3. The Kona is not in fact V2G-ready like the newer Ioniq, though its battery management system is recent and must have most of the features required. I have asked Hyundai to design an appropriate upgrade in due course, for which I would be ready to pay. Owners of the 50 million legacy EVs without V2G need support from regulators to make this happen.

  9. PS. V2G is a very young technology. Bidirectional chargers are hard to find. Enphase have just demonstrated a residential one designed to integrate with their solar microinverters, but have not announced a market date or price. However it is a dead cert that the gear will be widely available very soon. V2G is already possible with recent EVs from VW and Hyundai.

  10. My geothermal hobby-horse

    I follow a small Canadian startup, Eavor, with an engagingly retro approach to enhanced geothermal energy, aka “hot rocks”. Their Big Idea is to jettison the bit of traditional EGS that causes problems, viz. fracturing the deep hot rocks with water under pressure to create an artificial hydrothermal reservoir. They simply drill a loop of sealed deep pipes in which the water or other fluid will just be heated by conduction, forming an inverse radiator. They have a demonstration working shallow loop in Canada, and are drilling a precommercial one in Germany piggybacking on a failed EGS project by another company.

    If the scheme works, the resource of hot rocks is enormous. Go deep enough anywhere on the Earth and you eventually hit hot granite. Commercial geothermal wells will of course pick good sites, but they are not scarce like natural hydrothermal ones. If you can get it, geothermal is pretty near the ideal renewable: completely reliable, completely despatchable, handy scale (typically 50-100 MW per plant), small surface footprint, very safe.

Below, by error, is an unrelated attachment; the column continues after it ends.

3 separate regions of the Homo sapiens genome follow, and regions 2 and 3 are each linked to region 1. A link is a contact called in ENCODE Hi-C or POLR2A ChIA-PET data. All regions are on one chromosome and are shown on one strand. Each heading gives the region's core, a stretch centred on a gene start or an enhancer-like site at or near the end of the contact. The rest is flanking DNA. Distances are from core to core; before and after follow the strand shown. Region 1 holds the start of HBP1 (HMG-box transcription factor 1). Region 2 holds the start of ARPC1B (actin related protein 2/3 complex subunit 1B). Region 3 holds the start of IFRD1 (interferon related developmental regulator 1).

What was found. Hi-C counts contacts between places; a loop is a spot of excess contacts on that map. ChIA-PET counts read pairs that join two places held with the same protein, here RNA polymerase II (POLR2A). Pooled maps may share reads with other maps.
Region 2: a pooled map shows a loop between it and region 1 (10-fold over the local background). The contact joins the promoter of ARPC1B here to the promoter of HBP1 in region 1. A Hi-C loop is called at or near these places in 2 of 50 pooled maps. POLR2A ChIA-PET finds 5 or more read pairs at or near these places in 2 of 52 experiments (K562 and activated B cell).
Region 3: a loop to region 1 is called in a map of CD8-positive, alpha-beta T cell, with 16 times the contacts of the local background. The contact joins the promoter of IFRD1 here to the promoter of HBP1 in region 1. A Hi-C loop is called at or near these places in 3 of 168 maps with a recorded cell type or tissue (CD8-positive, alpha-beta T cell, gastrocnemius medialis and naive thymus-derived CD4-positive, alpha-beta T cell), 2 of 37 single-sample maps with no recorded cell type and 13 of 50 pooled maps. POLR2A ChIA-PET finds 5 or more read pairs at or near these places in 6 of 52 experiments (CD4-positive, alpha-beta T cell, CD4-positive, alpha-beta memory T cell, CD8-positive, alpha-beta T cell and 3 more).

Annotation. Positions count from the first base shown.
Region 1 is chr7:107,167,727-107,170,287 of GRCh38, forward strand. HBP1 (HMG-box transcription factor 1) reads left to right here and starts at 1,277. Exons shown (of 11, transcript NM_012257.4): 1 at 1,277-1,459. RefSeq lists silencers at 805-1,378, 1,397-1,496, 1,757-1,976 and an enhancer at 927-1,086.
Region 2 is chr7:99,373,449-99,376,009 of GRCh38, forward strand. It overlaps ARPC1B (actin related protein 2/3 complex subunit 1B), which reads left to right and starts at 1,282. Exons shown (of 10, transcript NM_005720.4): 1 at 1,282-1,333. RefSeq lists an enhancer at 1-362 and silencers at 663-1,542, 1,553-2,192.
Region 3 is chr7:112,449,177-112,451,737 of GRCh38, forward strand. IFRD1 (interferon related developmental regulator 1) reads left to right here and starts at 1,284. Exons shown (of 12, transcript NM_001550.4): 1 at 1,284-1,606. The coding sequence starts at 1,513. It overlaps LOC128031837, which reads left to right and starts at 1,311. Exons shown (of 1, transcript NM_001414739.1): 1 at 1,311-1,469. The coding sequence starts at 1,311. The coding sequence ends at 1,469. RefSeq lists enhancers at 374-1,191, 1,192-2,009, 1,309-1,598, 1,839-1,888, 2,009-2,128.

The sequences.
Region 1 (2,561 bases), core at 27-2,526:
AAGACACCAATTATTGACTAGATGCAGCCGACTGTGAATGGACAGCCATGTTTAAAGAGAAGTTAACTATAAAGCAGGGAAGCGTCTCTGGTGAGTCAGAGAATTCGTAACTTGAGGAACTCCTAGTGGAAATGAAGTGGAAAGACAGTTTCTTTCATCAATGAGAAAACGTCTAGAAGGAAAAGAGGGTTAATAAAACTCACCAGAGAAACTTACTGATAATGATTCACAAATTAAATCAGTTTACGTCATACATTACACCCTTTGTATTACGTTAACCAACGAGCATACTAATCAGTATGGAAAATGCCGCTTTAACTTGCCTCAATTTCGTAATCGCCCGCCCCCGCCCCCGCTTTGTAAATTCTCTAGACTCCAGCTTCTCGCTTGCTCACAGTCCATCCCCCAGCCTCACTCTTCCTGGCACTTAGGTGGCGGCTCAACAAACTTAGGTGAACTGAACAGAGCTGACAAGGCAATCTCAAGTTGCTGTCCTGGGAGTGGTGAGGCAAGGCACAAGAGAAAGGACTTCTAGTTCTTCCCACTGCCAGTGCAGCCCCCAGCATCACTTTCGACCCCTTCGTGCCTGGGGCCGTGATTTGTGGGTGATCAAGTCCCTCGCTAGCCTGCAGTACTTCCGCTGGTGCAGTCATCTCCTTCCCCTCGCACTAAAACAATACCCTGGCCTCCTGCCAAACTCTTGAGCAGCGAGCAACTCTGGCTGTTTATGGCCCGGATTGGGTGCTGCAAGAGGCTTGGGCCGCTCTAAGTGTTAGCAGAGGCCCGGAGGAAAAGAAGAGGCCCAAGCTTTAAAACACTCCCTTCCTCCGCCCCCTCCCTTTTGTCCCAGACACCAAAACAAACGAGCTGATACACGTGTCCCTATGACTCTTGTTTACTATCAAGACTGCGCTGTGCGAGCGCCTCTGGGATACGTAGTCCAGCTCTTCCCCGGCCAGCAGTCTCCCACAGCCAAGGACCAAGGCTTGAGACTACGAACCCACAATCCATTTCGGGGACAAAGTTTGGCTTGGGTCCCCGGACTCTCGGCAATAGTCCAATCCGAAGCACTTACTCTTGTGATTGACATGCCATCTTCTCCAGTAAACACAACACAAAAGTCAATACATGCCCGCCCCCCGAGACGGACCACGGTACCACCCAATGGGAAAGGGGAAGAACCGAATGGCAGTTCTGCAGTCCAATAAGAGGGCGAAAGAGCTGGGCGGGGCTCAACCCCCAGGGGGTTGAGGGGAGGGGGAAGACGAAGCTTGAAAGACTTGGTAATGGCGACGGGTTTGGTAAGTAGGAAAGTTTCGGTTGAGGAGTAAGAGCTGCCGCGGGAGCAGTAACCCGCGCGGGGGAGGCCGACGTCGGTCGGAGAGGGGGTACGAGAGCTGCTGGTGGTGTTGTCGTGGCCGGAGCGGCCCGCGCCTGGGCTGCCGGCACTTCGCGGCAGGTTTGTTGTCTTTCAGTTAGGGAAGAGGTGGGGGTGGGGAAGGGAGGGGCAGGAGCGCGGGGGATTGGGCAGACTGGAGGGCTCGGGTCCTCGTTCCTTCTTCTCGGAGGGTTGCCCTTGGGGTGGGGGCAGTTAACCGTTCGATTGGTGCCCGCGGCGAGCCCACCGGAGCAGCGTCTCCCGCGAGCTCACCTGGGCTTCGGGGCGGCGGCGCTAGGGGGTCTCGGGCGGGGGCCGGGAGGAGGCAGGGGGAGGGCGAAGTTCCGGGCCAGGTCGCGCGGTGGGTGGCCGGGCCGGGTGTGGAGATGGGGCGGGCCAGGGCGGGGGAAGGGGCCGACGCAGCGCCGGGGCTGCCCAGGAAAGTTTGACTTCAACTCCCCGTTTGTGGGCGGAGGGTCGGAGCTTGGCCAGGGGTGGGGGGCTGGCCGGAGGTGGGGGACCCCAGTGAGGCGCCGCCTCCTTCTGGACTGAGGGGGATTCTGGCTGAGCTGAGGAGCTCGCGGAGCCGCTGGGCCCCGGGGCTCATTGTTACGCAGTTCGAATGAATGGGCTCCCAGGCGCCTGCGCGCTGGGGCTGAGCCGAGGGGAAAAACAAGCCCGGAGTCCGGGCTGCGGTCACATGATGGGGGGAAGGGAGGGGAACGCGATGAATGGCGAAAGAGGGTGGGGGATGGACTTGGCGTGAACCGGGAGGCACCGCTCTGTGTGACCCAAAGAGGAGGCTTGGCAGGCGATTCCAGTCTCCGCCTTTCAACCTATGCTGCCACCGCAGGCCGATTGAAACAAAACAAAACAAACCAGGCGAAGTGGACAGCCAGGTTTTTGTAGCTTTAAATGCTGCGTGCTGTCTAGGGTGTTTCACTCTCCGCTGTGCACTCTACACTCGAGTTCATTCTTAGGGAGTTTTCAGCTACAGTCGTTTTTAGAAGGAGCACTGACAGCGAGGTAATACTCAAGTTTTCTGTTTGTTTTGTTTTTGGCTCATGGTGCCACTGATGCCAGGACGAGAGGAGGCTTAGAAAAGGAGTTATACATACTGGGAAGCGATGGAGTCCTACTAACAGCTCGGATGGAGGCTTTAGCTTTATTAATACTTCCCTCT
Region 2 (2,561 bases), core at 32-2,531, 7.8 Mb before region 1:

Eavor have just announced successful completion of a directional drilling test in New Mexico, in deep granite (18,000 feet and 250 deg C). No hot water yet. Eavor claim that “the milestones reached at Eavor-Deep in 2022 have validated all the key elements required to construct and operate commercial Eavor-Loops.”.

  11. No matter how environmentally friendly we make our energy generation system, if the devices we use at the consumer level to harness the energy and do something useful are poorly engineered and break down too early, via planned obsolescence or not, then that remains a source of environmental inefficiency and consumer disutility in our whole system. I think that’s where we are at present with consumer goods in general and EVs in particular: supply problems, lack of quality and labor and trades shortages. There are big shortages of competence too. IMHO, modern businesses and corporations are not interesting in anything except profit. Environmental inefficiency and consumer disutility are things they do not care about.